Alexander Waclawiczek, Ashley Hamilton, Kevin Rouault-Pierre, Ander Abarrategi, Manuel Garcia Albornoz, Farideh Miraki-Moud, Nourdine Bah, John Gribben, Jude Fitzgibbon, David Taussig, Dominique Bonnet
Total views: 2140
PD-1 expression is a hallmark of both early antigen-specific T cell activation and later chronic stimulation, suggesting key roles in both naive T cell priming and memory T cell responses. Although significant similarities exist between T cells and NK cells, there are critical differences in their biology and functions reflecting their respective adaptive and innate immune effector functions. Expression of PD-1 on NK cells is controversial despite rapid incorporation into clinical cancer trials. Our objective was to stringently and comprehensively assess expression of PD-1 on both mouse and human NK cells under multiple conditions and using a variety of readouts. We evaluated NK cells from primary human tumor samples, after ex vivo culturing, and from multiple mouse tumor and viral models using flow cytometry, quantitative reverse-transcriptase PCR (qRT-PCR), and RNA-Seq for PD-1 expression. We demonstrate that, under multiple conditions, human and mouse NK cells consistently lack PD-1 expression despite the marked upregulation of other activation/regulatory markers, such as TIGIT. This was in marked contrast to T cells, which were far more prominent within all tumors and expressed PD-1. These data have important implications when attempting to discern NK from T cell effects and to determine whether PD-1 targeting can be expected to have direct effects on NK cell functions.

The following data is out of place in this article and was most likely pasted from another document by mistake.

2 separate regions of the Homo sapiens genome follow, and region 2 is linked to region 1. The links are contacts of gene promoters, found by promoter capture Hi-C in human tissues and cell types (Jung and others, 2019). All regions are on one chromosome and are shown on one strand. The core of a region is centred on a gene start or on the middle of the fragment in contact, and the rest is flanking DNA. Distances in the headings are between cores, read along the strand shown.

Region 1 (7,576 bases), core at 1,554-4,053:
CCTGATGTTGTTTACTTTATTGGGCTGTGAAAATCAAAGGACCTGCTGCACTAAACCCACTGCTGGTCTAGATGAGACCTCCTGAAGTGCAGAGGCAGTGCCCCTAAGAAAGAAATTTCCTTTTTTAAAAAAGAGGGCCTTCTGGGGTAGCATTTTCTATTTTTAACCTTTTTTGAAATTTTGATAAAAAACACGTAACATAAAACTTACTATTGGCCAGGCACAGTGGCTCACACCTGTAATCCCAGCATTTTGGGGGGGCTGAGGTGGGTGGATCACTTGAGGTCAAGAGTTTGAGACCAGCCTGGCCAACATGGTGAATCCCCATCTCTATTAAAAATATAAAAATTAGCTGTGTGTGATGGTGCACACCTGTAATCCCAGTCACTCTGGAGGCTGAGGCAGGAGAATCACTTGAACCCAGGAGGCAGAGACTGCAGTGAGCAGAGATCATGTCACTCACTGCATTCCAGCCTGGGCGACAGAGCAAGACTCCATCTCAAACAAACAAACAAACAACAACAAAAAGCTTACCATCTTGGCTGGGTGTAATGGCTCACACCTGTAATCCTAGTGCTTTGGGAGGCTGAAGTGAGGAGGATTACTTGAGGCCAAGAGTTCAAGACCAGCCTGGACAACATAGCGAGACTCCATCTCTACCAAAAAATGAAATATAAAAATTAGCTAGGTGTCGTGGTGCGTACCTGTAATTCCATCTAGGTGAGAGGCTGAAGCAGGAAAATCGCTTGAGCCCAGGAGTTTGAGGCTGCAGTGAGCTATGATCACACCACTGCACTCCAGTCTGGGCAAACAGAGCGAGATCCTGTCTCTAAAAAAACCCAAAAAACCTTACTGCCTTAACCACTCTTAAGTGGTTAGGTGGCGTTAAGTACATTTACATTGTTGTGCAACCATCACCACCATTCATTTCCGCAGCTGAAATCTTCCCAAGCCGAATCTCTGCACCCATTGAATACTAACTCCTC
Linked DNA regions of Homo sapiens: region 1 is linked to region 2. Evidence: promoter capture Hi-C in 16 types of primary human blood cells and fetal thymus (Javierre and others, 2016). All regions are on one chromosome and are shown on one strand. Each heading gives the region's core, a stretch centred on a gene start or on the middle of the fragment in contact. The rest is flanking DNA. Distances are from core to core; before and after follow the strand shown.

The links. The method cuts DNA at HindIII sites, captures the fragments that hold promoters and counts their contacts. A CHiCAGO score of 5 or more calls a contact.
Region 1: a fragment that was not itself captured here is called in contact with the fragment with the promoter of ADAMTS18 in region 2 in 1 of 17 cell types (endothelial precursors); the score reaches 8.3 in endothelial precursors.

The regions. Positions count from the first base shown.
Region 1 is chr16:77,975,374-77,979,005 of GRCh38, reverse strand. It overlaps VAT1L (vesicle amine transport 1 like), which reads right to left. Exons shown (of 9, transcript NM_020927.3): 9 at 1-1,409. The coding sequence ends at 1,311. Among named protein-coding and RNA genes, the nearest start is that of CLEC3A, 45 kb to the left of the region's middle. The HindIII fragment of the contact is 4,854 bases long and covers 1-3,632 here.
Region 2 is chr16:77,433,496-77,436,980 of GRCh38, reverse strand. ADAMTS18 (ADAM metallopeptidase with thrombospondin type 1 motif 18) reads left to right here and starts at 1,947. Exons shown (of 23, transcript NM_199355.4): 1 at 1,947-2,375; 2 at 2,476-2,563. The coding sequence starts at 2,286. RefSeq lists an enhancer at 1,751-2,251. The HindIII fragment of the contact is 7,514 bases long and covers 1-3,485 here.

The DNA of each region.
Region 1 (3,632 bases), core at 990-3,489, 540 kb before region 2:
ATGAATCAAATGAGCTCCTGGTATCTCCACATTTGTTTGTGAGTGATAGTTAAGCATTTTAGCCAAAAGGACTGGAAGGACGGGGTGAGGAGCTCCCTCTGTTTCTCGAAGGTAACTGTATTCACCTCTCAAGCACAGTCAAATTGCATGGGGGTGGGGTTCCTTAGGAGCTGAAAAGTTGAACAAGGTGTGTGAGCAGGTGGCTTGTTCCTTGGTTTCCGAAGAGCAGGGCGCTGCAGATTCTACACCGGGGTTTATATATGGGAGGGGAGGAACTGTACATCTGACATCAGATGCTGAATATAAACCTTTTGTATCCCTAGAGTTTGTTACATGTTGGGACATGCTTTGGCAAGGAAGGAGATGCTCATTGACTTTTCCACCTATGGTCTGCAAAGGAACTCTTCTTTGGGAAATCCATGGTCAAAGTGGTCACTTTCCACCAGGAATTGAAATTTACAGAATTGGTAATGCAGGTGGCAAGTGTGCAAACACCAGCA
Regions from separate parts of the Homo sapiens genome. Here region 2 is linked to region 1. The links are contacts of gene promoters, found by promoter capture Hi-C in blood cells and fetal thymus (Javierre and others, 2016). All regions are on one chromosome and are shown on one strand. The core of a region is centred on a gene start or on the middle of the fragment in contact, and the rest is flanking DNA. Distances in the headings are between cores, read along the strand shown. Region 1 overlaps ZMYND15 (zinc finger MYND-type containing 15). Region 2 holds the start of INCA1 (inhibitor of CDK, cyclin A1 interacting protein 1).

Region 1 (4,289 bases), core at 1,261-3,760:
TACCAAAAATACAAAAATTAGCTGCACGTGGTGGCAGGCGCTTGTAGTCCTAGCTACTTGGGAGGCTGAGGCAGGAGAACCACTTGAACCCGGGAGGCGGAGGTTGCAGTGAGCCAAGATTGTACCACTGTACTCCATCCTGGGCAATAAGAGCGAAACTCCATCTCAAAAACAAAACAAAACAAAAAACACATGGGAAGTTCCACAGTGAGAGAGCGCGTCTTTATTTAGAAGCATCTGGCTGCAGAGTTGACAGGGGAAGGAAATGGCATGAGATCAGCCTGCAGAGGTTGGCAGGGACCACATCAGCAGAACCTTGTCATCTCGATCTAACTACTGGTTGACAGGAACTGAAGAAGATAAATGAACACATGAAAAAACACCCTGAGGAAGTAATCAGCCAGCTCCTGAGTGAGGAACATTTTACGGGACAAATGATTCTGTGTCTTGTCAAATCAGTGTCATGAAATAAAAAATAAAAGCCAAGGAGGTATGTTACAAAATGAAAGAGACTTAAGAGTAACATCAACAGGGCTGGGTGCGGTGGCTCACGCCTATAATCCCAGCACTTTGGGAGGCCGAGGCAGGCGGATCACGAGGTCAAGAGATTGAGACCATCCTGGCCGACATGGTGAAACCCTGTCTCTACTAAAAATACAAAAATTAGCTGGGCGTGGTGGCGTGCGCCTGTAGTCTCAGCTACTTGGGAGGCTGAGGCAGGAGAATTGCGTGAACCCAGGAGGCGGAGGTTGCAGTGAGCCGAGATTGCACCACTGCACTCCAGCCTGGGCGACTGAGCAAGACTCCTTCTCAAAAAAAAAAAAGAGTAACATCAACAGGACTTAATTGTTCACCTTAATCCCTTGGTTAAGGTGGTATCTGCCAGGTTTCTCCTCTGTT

Sean J. Judge, Cordelia Dunai, Ethan G. Aguilar, Sarah C. Vick, Ian R. Sturgill, Lam T. Khuat, Kevin M. Stoffel, Jonathan Van Dyke, Dan L. Longo, Morgan A. Darrow, Stephen K. Anderson, Bruce R. Blazar, Arta M. Monjazeb, Jonathan S. Serody, Robert J. Canter, William J. Murphy
Total views: 1906
The molecular mechanisms responsible for the high immunosuppressive capacity of CD4+ Tregs in tumors are not well known. High-dimensional single-cell profiling of T cells from chemotherapy-naive individuals with non–small-cell lung cancer identified the transcription factor IRF4 as specifically expressed by a subset of intratumoral CD4+ effector Tregs with superior suppressive activity. In contrast to the IRF4– counterparts, IRF4+ Tregs expressed a vast array of suppressive molecules, and their presence correlated with multiple exhausted subpopulations of T cells. Integration of transcriptomic and epigenomic data revealed that IRF4, either alone or in combination with its partner BATF, directly controlled a molecular program responsible for immunosuppression in tumors. Accordingly, deletion of Irf4 exclusively in Tregs resulted in delayed tumor growth in mice while the abundance of IRF4+ Tregs correlated with poor prognosis in patients with multiple human cancers. Thus, a common mechanism underlies immunosuppression in the tumor microenvironment irrespective of the tumor type.
Giorgia Alvisi, Jolanda Brummelman, Simone Puccio, Emilia M.C. Mazza, Elisa Paoluzzi Tomada, Agnese Losurdo, Veronica Zanon, Clelia Peano, Federico S. Colombo, Alice Scarpa, Marco Alloisio, Ajithkumar Vasanthakumar, Rahul Roychoudhuri, Marinos Kallikourdis, Massimiliano Pagani, Egesta Lopci, Pierluigi Novellis, Jonas Blume, Axel Kallies, Giulia Veronesi, Enrico Lugli